Two institutions detail their experience and rewards with CRM implementations at the destinationCRM 2006 conference.
Posted Sep 19, 2006
Tuesday morning's breakout sessions at destinationCRM 2006 in San Jose centered on businesses in the banking and financial services sector. Hosted by Barton Goldenberg, president of ISM and conference chair, one credit union and one bank detailed the advantages gained through the planning and implementation of CRM.
"Leading the Finance Industry Forward" introduced Eric Acree, executive vice president of operations for Vantage Credit Union, a full-service nonprofit financial cooperative. Before thinking about CRM, Vantage was a typical institution with mediocre performance (growth of 3 to 5 percent, according to Acree) and some notable performance issues. One problem area was data integrity and the business processes surrounding it. "We had more than one way to do things, whether it was opening an account or closing a loan, and that led to quality issues," Acree said. "Customers would come in to a branch and say they wanted a credit card, or [some other product]. The agent would log the sale in Excel, and send...individual results to the branch manager weekly. The manager would spot check it, then move it to personnel for them to figure out compensation."
Once Vantage recognized that problems existed, it turned to ISM to help develop a vision and strategy. This part of the project included assessing its many undocumented, informal business processes. The business case was another important step, Acree said. "It seems like a lot of companies forget to do this, to demonstrate ROI up front."
Acree decided early on in the process that quality would be more important than speed of implementation, and he has stood by this decision through a two-year process that isn't complete yet. "CRM is not a project, and it's not a technology. CRM is an ongoing process of improvement." This has led to scope creep, the continual addition of elements to the project, but the results are coming along. So far, these include 50 percent improvement in sales efficiency, mostly by eliminating manual data traffic; 20 percent improvement in sales production; 70 percent improvement in lending efficiency, which Acree described as "huge--this is where we make our money"; and 15 percent improvement in member satisfaction.
The second speaker of the morning was Gustavo Martinez Lira, CRM director of HSBC Mexico. This group of 1,400 branches and 5,176 ATMs serves 6.2 million customers and more than 11 million noncustomer users, making it the third largest bank in Mexico. The branch is still the main channel for transactions in Mexico, and HSBC wanted to be at the forefront of driving more business to the ATM, the phone, and the Web browser.
HSBC Mexico needed to make such transactions valuable to the customers and effective for the bank. Product bundling was part of the solution. "In the old way there was a fee for every transaction," Martinez Lira said. "Now we charge one fee for all a customer's transactions per month, up to a certain number, and we provide all the services and products they would have had to individually select." The monthly fee, formerly 50 pesos (about $5), was recently raised to 70 pesos accompanying the addition of a cash-back program with credit and debit cards.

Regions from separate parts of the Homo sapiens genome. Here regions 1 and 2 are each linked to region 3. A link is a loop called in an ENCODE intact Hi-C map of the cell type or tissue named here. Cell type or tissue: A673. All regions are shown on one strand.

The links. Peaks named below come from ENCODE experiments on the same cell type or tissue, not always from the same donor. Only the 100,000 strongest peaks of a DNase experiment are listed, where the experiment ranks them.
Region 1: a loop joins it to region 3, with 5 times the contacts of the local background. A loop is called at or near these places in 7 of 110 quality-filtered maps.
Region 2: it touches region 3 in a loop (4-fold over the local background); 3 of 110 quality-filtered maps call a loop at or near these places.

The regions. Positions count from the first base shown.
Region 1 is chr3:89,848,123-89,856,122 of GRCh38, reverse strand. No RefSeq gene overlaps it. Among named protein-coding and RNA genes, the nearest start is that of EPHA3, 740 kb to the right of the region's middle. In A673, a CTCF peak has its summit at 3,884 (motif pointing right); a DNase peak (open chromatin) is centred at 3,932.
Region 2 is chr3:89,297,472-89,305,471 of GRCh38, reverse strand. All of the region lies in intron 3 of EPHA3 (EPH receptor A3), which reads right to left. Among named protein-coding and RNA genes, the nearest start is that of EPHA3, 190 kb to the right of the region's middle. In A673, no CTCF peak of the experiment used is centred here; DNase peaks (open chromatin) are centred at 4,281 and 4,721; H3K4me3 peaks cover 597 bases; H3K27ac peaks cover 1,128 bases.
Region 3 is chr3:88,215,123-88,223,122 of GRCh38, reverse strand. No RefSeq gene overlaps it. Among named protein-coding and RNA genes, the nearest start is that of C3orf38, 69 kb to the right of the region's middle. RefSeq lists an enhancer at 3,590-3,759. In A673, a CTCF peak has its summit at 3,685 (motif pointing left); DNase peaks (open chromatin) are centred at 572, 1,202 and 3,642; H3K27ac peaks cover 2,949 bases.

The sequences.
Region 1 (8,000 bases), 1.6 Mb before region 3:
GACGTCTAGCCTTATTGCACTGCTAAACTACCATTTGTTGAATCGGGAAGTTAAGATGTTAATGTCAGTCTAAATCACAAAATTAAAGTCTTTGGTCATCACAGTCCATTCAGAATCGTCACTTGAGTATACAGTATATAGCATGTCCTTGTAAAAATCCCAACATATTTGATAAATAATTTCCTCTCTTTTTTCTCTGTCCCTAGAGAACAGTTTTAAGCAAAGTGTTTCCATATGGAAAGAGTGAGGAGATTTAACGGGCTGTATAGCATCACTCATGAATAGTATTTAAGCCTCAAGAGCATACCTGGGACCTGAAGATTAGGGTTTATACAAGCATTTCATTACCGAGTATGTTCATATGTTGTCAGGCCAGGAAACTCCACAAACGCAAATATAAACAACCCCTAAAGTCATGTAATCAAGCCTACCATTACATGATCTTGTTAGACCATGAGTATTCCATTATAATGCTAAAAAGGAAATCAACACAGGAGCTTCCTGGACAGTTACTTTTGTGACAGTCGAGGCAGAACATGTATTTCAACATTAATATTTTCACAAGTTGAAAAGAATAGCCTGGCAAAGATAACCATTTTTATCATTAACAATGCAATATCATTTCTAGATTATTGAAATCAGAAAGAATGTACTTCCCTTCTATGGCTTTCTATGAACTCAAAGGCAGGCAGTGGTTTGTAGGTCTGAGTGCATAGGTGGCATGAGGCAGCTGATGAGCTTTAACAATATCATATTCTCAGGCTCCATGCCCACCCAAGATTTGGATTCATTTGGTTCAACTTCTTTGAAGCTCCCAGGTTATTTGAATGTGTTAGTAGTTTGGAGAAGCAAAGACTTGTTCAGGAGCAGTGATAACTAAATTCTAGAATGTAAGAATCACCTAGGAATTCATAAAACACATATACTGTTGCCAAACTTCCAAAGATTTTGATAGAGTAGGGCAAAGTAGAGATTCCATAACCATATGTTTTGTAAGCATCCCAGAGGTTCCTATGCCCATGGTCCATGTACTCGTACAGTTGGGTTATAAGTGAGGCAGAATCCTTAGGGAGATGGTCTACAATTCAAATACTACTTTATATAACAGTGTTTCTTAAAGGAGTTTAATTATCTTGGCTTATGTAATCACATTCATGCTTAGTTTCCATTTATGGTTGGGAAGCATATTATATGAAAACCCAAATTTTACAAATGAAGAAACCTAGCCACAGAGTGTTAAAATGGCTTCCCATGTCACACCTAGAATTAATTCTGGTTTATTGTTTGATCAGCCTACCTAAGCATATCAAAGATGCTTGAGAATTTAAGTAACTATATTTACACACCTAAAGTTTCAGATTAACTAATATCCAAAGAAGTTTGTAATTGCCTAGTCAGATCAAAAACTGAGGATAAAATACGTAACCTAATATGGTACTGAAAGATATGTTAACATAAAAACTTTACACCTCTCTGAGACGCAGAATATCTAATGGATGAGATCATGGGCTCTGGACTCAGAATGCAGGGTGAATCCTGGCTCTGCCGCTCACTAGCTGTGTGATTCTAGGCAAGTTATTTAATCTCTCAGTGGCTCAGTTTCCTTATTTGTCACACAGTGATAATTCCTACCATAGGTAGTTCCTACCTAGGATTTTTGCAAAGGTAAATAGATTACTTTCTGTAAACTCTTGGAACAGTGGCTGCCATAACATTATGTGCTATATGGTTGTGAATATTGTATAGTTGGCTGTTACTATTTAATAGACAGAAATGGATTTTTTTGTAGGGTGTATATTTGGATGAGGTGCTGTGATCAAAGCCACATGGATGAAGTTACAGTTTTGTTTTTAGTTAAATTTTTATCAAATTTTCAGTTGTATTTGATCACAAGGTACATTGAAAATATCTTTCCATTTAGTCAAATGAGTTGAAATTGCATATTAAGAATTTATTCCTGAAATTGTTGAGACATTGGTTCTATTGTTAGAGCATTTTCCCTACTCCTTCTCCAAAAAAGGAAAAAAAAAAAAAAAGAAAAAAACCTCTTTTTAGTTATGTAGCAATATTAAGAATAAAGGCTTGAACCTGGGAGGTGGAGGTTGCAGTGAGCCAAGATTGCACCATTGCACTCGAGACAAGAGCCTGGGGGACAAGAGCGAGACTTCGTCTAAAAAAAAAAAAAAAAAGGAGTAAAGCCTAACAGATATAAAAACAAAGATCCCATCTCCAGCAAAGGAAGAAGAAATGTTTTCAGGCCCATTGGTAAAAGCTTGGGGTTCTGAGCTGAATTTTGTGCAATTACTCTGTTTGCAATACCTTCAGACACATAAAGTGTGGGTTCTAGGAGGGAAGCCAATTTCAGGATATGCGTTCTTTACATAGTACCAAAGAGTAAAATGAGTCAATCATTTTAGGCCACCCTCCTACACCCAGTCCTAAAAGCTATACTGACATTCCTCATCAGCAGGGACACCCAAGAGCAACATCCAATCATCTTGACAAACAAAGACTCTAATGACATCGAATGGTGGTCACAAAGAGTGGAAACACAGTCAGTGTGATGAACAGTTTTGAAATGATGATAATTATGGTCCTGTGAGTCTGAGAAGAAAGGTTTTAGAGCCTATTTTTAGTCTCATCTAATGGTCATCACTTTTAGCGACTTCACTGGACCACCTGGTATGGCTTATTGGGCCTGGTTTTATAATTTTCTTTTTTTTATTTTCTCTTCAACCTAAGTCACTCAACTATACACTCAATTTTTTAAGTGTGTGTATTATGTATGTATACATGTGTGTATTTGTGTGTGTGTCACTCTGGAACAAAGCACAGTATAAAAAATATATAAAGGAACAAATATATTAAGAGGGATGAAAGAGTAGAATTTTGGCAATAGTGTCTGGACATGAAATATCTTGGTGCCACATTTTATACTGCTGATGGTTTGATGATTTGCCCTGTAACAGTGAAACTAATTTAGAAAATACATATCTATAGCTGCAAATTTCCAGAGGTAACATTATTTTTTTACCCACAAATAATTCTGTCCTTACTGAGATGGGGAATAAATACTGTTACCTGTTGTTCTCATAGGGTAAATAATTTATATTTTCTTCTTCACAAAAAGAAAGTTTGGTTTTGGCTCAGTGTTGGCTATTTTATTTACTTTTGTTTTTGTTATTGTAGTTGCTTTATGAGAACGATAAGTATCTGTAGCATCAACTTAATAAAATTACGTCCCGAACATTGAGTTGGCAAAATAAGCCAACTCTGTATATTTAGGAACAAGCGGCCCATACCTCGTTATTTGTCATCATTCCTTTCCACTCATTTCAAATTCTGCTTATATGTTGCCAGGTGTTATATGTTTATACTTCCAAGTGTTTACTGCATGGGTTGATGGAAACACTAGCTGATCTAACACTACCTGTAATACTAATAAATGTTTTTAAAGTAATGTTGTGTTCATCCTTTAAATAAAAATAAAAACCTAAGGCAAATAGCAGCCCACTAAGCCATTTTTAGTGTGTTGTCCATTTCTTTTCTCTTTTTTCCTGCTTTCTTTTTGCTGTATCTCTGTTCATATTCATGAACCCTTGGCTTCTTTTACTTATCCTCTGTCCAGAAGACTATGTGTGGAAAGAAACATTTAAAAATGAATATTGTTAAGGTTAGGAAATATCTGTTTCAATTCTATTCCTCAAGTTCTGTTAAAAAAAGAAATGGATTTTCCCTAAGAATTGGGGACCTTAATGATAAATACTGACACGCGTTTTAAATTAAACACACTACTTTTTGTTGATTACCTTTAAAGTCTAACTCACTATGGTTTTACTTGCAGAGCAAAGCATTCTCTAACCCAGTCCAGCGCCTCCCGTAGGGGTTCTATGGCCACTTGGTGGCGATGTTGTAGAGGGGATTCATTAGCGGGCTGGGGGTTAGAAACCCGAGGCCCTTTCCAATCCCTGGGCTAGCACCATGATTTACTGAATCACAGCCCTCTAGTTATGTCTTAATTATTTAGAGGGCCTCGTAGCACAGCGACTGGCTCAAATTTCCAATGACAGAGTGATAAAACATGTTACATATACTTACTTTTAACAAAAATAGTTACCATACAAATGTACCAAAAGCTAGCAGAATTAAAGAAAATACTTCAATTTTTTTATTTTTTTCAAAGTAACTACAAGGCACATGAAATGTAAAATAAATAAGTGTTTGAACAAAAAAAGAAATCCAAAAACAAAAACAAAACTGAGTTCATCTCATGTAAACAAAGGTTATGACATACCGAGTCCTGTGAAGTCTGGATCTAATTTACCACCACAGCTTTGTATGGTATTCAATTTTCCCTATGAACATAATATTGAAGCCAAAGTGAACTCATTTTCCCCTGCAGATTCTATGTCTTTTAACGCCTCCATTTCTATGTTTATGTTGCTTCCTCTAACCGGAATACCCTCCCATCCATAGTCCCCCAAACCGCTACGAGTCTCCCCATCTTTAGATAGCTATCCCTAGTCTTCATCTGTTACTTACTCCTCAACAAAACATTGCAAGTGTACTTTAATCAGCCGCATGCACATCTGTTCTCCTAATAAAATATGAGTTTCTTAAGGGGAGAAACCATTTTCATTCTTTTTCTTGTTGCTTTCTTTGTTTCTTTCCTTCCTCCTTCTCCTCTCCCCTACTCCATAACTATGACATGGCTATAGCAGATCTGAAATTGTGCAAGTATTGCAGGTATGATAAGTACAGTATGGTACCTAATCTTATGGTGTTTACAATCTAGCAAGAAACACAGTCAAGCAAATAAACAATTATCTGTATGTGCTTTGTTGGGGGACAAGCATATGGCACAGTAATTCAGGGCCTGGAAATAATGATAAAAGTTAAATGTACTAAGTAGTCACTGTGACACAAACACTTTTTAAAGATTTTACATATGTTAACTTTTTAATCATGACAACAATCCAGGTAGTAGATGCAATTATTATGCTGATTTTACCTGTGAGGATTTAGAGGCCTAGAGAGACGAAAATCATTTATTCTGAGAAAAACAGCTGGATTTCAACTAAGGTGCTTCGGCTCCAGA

Despite the new emphasis on other channels, HSBC needed to work harder at having the right relationship with the right customer. Data collection was an important part of this, but it had been neglected for some time. "We used to have a lot of artists as customers, because that was the first profession listed in the account creation field," Martinez Lira said.
Knowing the customer had to be more than instinctual. "Our agents used to believe that a customer who dressed well, or drove a nice car, or even one who was always coming into the branch was a high value customer," Martinez Lira said. "The analytics system said otherwise, but the agents didn't believe it--until we tied compensation to the system. Then they saw." With the greater availability of customer data, HSBC Mexico was able to offer advanced backing transactions to customers in the other channels, such as personalized loan offers through ATMs. "We make it easy for customers, but there's a lot of work going on in the background. We run the loan risk filters in real time through the machines."
By collecting and keeping only valuable data, using it to provide relevant offers across all channels and to build conversations with customers, HSBC Mexico has been able to get the best team and motivate them well. Martinez Lira quoted Rafael Arana, head of personal financial services, who implemented the bank's profit sharing program: "When you have limited time to sell and you are under variable payment, you don't have much time to guess what the customer wants. You have to do your homework prior to the customer contact."
The efforts HSBC has made since implementing the channel offerings in summer of 2004 have paid off. According to Martinez Lira, the new CRM program has led to 82 percent of new personal loans, 65 percent of new credit cards, and 10 percent of new auto loans being made through channels other than the branches. In a typical month the branches see about 72,400 contacts, but 260,000 at ATMs, 19,500 in the call center, and 40,000 over the Internet.
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